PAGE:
By Steven Norris

On Christmas Eve, my immediate family of four will gather together as we do every year. Dinner will no doubt be delicious, culminating in a special cake for dessert. Our carols will reach their climax in the most important song of the evening—an off-key rendition of “Happy Birthday” sang to the Christ child. We will all have one special gift—not to open, but to offer to the One whose birthday we celebrate. 

When our boys were little, we started a family tradition of offering a symbolic gift to Christ on Christmas Eve. Though it isn’t typically purchased, it is carefully selected. This “gift” is a token of our devotion, a representation of our intention for the upcoming year. We offer it to Christ as a way of tangibly following the Greatest Commandment to “love God with all your heart, soul, mind, and strength.”

For example, someone may offer a watch to symbolize time offered to spiritual attentiveness in the coming year. Another person might offer a tool to symbolize some form of work done in devotion and service to Christ. Yet another family member might offer a favorite possession to symbolize bringing our very best to Christ. The gift itself is much less important than the intent behind it.

Traditions such as this are important. They serve to root us and keep us grounded in the values that are most important to us. They prevent the shifting sands of circumstance from having the final word by reminding each of us that we are connected to a larger community and a larger story than we might realize.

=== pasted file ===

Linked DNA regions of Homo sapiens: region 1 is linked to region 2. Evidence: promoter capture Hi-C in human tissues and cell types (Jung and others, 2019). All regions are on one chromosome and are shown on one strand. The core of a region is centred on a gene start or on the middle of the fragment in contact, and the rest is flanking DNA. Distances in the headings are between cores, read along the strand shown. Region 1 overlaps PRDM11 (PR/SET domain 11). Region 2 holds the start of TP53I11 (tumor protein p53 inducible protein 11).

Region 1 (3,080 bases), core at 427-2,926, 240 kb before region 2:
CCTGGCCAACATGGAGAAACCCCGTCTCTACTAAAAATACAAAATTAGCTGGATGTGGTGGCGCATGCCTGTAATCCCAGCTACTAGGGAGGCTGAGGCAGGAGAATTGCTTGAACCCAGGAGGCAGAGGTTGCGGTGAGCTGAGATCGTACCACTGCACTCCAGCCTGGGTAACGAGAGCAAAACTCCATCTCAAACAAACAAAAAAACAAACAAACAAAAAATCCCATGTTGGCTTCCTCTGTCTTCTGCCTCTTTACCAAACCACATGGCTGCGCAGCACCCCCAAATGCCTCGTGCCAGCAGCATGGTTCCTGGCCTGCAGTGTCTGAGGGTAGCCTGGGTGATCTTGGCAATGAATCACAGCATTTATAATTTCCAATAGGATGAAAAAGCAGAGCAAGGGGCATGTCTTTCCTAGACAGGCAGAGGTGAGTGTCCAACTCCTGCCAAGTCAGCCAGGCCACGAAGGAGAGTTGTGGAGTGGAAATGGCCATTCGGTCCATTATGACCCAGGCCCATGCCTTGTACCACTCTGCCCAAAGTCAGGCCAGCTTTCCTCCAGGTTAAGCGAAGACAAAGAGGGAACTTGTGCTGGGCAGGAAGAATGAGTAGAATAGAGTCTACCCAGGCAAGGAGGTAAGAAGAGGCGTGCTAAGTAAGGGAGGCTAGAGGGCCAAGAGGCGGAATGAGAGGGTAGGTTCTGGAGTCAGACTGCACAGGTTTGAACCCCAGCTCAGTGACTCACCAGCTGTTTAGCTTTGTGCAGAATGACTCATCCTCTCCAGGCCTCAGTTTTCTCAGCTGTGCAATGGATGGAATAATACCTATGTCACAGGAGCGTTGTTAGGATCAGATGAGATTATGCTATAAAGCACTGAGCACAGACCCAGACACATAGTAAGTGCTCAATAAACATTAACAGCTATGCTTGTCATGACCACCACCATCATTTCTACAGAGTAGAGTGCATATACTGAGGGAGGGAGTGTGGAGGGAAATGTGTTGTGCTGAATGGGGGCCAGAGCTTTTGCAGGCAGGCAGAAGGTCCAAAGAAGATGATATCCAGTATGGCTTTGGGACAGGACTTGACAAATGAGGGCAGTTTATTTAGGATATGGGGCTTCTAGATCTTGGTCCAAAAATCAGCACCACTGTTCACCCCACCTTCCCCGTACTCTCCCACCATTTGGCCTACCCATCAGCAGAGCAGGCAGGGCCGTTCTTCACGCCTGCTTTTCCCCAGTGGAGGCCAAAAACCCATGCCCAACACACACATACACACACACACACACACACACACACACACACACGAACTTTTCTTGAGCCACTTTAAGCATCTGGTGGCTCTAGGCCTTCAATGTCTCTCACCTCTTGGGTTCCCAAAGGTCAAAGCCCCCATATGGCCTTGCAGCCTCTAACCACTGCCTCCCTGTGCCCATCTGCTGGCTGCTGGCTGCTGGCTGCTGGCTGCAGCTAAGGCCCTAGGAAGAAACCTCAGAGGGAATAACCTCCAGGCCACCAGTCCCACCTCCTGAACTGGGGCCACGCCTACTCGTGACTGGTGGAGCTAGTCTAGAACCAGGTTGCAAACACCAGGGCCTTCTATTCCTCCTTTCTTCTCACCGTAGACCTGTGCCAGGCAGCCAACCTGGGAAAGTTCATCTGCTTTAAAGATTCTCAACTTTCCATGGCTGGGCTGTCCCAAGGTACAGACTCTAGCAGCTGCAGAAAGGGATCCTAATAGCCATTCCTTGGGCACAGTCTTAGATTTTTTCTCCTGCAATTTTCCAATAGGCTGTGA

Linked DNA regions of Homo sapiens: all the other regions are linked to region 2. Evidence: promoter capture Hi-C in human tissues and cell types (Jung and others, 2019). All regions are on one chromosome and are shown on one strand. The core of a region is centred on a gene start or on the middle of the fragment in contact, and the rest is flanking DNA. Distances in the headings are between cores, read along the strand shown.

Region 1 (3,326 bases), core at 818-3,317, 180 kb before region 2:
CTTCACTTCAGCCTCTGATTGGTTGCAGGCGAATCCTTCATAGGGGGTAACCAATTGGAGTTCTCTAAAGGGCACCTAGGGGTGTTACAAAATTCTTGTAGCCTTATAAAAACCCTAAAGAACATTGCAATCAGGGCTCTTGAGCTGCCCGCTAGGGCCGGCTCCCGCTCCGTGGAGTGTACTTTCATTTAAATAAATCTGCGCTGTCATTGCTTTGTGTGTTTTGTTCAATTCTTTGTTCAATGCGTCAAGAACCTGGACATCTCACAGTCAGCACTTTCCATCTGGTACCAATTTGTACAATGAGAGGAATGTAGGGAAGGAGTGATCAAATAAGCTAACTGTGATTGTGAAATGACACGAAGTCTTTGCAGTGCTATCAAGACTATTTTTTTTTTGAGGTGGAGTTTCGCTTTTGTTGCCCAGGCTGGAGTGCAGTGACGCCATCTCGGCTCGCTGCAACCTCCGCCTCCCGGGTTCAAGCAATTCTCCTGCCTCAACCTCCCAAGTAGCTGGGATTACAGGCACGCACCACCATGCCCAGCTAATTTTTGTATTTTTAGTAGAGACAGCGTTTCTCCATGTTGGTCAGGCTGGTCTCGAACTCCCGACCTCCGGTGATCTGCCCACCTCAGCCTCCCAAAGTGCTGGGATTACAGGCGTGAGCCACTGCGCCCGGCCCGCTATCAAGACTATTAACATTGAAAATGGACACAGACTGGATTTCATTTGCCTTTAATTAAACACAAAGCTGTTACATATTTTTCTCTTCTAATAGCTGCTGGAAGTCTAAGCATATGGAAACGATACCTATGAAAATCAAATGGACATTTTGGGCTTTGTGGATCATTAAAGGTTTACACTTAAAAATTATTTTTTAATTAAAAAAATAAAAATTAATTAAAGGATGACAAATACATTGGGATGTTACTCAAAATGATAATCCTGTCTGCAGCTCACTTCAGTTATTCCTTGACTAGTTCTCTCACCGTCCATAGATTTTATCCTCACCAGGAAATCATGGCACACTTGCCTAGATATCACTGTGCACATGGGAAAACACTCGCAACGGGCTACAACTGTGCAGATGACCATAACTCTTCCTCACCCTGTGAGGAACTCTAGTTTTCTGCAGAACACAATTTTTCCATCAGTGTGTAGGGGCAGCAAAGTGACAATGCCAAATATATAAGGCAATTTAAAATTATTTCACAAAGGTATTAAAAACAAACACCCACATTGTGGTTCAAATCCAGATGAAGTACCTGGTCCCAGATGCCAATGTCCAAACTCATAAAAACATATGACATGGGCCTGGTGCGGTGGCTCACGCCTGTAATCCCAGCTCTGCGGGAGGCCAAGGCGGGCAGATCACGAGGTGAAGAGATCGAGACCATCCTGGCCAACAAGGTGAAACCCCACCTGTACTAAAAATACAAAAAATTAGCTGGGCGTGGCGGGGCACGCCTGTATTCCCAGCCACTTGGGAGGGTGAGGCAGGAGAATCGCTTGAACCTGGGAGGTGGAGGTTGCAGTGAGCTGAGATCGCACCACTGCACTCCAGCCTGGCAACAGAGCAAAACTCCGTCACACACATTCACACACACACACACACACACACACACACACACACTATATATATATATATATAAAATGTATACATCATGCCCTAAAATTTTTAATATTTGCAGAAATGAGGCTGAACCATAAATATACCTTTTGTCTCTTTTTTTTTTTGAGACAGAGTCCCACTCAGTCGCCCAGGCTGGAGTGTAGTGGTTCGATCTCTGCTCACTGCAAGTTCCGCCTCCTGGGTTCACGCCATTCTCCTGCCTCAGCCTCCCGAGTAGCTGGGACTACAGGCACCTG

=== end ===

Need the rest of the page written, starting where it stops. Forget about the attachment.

This year, I suspect that many of our traditions will look quite different. Family gatherings may be smaller than in previous years. They may be shorter in length, held outdoors, or done virtually to better keep vulnerable family members safe. Many will likely travel less and call more. 

Even though we may be forced to reinvent them and imaginatively reinterpret them for 2020, we need traditions to remind ourselves who we are. Our friends and family members need them to undermine the sense of isolation they’ve felt. Our community needs them to remind us that November’s enemies are still December’s neighbors.

For example, if your family usually attends a Christmas Eve service, find one that you can watch together online. Do you typically open presents together? Try casting the video chat feed onto the television so that you can still enjoy the sheer wonder of a child’s face opening presents. Drive around and look at Christmas lights—there are a lot more to enjoy this year. Change up your caroling by putting your favorite album on the radio, rolling down the windows, and slowly driving through the neighborhood singing.

Whatever form your traditions take, use this time to connect with family, with neighbors, and with community. In contrast to the ceaseless reminders of the division and isolation around us, may the babe in the manger draw our hearts together and remind us of the true meaning of Christmas.